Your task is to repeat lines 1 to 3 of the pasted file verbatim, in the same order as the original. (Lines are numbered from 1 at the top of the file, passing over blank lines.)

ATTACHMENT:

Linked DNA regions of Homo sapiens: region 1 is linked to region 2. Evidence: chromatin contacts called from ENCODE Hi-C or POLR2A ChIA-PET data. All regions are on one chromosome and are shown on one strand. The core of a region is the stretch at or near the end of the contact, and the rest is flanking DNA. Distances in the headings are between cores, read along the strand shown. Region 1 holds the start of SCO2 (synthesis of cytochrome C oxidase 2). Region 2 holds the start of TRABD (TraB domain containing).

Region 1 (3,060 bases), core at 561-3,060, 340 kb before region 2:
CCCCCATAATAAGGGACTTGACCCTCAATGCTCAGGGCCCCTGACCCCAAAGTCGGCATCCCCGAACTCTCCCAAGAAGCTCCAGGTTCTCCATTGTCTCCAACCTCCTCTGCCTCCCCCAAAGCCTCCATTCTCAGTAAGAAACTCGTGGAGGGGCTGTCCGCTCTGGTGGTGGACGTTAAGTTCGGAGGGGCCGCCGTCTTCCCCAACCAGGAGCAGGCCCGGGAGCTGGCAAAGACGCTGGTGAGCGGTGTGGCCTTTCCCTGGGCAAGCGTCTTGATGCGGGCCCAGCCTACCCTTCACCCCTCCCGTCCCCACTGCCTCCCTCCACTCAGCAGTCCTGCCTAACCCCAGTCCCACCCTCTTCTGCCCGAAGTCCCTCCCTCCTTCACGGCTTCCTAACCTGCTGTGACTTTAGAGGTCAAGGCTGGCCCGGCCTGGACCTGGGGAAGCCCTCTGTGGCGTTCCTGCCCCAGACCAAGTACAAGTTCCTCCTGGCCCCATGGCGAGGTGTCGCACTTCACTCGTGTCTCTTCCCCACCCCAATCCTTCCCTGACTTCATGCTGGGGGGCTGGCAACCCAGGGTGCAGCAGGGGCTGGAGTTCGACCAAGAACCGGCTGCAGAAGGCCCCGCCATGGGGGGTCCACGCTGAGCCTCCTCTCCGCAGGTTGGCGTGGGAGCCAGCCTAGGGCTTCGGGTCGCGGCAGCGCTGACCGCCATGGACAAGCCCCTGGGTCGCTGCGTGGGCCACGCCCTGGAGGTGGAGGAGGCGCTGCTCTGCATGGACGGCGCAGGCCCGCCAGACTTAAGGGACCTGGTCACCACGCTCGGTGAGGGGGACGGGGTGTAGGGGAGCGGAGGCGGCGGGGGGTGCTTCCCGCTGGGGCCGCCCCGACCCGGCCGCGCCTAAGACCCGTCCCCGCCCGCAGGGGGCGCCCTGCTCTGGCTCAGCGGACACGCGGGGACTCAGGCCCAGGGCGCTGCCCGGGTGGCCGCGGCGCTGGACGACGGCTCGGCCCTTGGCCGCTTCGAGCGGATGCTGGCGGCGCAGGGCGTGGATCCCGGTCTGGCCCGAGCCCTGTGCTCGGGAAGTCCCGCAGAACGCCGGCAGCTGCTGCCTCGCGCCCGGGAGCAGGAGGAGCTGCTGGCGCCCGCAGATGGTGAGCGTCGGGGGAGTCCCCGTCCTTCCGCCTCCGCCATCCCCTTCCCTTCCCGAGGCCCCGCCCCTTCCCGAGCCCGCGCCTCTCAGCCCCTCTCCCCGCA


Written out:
Linked DNA regions of Homo sapiens: region 1 is linked to region 2. Evidence: chromatin contacts called from ENCODE Hi-C or POLR2A ChIA-PET data. All regions are on one chromosome and are shown on one strand. The core of a region is the stretch at or near the end of the contact, and the rest is flanking DNA. Distances in the headings are between cores, read along the strand shown. Region 1 holds the start of SCO2 (synthesis of cytochrome C oxidase 2). Region 2 holds the start of TRABD (TraB domain containing).

Region 1 (3,060 bases), core at 561-3,060, 340 kb before region 2:
CCCCCATAATAAGGGACTTGACCCTCAATGCTCAGGGCCCCTGACCCCAAAGTCGGCATCCCCGAACTCTCCCAAGAAGCTCCAGGTTCTCCATTGTCTCCAACCTCCTCTGCCTCCCCCAAAGCCTCCATTCTCAGTAAGAAACTCGTGGAGGGGCTGTCCGCTCTGGTGGTGGACGTTAAGTTCGGAGGGGCCGCCGTCTTCCCCAACCAGGAGCAGGCCCGGGAGCTGGCAAAGACGCTGGTGAGCGGTGTGGCCTTTCCCTGGGCAAGCGTCTTGATGCGGGCCCAGCCTACCCTTCACCCCTCCCGTCCCCACTGCCTCCCTCCACTCAGCAGTCCTGCCTAACCCCAGTCCCACCCTCTTCTGCCCGAAGTCCCTCCCTCCTTCACGGCTTCCTAACCTGCTGTGACTTTAGAGGTCAAGGCTGGCCCGGCCTGGACCTGGGGAAGCCCTCTGTGGCGTTCCTGCCCCAGACCAAGTACAAGTTCCTCCTGGCCCCATGGCGAGGTGTCGCACTTCACTCGTGTCTCTTCCCCACCCCAATCCTTCCCTGACTTCATGCTGGGGGGCTGGCAACCCAGGGTGCAGCAGGGGCTGGAGTTCGACCAAGAACCGGCTGCAGAAGGCCCCGCCATGGGGGGTCCACGCTGAGCCTCCTCTCCGCAGGTTGGCGTGGGAGCCAGCCTAGGGCTTCGGGTCGCGGCAGCGCTGACCGCCATGGACAAGCCCCTGGGTCGCTGCGTGGGCCACGCCCTGGAGGTGGAGGAGGCGCTGCTCTGCATGGACGGCGCAGGCCCGCCAGACTTAAGGGACCTGGTCACCACGCTCGGTGAGGGGGACGGGGTGTAGGGGAGCGGAGGCGGCGGGGGGTGCTTCCCGCTGGGGCCGCCCCGACCCGGCCGCGCCTAAGACCCGTCCCCGCCCGCAGGGGGCGCCCTGCTCTGGCTCAGCGGACACGCGGGGACTCAGGCCCAGGGCGCTGCCCGGGTGGCCGCGGCGCTGGACGACGGCTCGGCCCTTGGCCGCTTCGAGCGGATGCTGGCGGCGCAGGGCGTGGATCCCGGTCTGGCCCGAGCCCTGTGCTCGGGAAGTCCCGCAGAACGCCGGCAGCTGCTGCCTCGCGCCCGGGAGCAGGAGGAGCTGCTGGCGCCCGCAGATGGTGAGCGTCGGGGGAGTCCCCGTCCTTCCGCCTCCGCCATCCCCTTCCCTTCCCGAGGCCCCGCCCCTTCCCGAGCCCGCGCCTCTCAGCCCCTCTCCCCGCA